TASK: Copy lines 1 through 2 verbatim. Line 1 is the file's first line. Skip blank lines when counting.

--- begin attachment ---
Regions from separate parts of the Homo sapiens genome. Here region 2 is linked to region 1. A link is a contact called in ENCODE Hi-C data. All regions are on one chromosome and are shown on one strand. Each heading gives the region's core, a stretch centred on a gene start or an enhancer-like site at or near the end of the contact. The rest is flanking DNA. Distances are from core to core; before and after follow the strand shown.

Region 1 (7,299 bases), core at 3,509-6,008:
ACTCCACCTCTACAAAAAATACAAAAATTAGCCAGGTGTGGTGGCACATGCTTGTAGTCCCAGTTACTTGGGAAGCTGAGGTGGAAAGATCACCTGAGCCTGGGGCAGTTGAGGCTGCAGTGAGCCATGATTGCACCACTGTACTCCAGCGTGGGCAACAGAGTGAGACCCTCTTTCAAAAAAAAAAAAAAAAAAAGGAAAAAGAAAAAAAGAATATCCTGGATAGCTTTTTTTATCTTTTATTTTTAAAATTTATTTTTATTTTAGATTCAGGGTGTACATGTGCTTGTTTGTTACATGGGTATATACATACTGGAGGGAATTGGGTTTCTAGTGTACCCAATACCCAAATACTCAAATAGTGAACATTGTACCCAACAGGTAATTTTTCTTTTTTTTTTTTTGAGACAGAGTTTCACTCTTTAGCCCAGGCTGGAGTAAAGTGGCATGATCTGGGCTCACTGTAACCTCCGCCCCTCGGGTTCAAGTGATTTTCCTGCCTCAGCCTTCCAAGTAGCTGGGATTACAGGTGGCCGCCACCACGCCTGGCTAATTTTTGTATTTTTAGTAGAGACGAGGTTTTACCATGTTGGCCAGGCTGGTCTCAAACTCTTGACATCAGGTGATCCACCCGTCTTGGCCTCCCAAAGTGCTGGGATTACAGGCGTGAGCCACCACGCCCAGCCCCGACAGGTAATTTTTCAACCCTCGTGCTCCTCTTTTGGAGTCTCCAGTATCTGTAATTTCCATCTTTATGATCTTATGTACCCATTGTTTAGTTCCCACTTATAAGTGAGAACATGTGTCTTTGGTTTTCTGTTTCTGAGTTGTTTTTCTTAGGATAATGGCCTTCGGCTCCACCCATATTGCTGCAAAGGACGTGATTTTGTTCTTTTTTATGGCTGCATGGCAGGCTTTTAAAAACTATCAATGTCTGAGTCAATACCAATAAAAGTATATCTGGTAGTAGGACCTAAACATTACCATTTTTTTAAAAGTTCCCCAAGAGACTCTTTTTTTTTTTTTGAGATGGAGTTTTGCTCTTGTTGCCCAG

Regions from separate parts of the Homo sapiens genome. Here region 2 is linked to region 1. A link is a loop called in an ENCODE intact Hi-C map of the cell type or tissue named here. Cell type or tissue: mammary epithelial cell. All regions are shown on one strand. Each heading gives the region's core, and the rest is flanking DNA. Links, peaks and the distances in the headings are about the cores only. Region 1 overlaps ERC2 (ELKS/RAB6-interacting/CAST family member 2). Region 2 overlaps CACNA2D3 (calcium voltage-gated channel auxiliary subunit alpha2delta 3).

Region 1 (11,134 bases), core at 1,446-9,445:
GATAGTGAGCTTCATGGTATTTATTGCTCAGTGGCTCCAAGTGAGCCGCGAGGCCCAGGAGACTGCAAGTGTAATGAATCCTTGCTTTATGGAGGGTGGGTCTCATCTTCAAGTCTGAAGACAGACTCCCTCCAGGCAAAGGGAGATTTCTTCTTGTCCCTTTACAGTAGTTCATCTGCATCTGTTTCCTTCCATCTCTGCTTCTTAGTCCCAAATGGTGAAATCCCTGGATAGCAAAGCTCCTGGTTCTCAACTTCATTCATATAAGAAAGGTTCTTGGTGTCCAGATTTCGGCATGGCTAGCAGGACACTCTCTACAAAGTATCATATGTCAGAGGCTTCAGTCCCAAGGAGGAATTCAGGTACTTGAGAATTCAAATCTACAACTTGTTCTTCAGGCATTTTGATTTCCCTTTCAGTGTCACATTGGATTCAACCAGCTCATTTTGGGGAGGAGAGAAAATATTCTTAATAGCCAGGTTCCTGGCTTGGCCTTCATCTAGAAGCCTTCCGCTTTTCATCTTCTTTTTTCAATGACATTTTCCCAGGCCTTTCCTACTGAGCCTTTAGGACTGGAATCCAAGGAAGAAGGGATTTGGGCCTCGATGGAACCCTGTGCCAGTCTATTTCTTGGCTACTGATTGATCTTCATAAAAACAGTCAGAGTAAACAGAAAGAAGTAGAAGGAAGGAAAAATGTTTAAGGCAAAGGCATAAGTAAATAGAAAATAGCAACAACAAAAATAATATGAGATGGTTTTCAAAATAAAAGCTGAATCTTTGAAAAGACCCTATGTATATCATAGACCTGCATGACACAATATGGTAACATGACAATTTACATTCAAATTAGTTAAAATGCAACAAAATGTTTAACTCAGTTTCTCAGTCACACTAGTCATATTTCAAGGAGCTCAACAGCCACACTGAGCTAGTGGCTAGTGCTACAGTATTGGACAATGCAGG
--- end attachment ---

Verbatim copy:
Regions from separate parts of the Homo sapiens genome. Here region 2 is linked to region 1. A link is a contact called in ENCODE Hi-C data. All regions are on one chromosome and are shown on one strand. Each heading gives the region's core, a stretch centred on a gene start or an enhancer-like site at or near the end of the contact. The rest is flanking DNA. Distances are from core to core; before and after follow the strand shown.

Region 1 (7,299 bases), core at 3,509-6,008: